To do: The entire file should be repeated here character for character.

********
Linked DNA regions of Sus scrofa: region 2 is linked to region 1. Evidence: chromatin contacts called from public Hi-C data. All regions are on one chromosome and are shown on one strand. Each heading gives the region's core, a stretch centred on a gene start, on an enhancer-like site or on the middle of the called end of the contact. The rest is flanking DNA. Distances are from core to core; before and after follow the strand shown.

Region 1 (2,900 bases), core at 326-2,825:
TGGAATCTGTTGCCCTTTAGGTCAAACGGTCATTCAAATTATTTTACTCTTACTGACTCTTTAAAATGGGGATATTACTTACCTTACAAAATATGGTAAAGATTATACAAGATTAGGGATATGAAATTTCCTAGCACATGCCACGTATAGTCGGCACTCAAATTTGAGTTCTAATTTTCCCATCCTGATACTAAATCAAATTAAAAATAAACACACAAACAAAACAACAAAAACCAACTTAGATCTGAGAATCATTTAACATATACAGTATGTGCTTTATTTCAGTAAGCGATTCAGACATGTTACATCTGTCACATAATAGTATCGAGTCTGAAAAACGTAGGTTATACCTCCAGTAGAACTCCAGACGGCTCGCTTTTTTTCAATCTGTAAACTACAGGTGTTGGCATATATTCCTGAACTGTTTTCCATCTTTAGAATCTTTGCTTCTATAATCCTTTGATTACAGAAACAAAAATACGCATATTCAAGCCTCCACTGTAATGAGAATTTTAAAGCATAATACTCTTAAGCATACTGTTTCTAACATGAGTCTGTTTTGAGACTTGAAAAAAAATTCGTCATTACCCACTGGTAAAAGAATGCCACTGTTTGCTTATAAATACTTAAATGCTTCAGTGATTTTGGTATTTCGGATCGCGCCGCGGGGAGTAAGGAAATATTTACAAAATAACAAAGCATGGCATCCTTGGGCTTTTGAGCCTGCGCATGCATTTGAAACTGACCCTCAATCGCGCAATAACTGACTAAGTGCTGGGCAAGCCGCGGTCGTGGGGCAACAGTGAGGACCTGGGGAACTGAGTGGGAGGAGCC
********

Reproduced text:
Linked DNA regions of Sus scrofa: region 2 is linked to region 1. Evidence: chromatin contacts called from public Hi-C data. All regions are on one chromosome and are shown on one strand. Each heading gives the region's core, a stretch centred on a gene start, on an enhancer-like site or on the middle of the called end of the contact. The rest is flanking DNA. Distances are from core to core; before and after follow the strand shown.

Region 1 (2,900 bases), core at 326-2,825:
TGGAATCTGTTGCCCTTTAGGTCAAACGGTCATTCAAATTATTTTACTCTTACTGACTCTTTAAAATGGGGATATTACTTACCTTACAAAATATGGTAAAGATTATACAAGATTAGGGATATGAAATTTCCTAGCACATGCCACGTATAGTCGGCACTCAAATTTGAGTTCTAATTTTCCCATCCTGATACTAAATCAAATTAAAAATAAACACACAAACAAAACAACAAAAACCAACTTAGATCTGAGAATCATTTAACATATACAGTATGTGCTTTATTTCAGTAAGCGATTCAGACATGTTACATCTGTCACATAATAGTATCGAGTCTGAAAAACGTAGGTTATACCTCCAGTAGAACTCCAGACGGCTCGCTTTTTTTCAATCTGTAAACTACAGGTGTTGGCATATATTCCTGAACTGTTTTCCATCTTTAGAATCTTTGCTTCTATAATCCTTTGATTACAGAAACAAAAATACGCATATTCAAGCCTCCACTGTAATGAGAATTTTAAAGCATAATACTCTTAAGCATACTGTTTCTAACATGAGTCTGTTTTGAGACTTGAAAAAAAATTCGTCATTACCCACTGGTAAAAGAATGCCACTGTTTGCTTATAAATACTTAAATGCTTCAGTGATTTTGGTATTTCGGATCGCGCCGCGGGGAGTAAGGAAATATTTACAAAATAACAAAGCATGGCATCCTTGGGCTTTTGAGCCTGCGCATGCATTTGAAACTGACCCTCAATCGCGCAATAACTGACTAAGTGCTGGGCAAGCCGCGGTCGTGGGGCAACAGTGAGGACCTGGGGAACTGAGTGGGAGGAGCC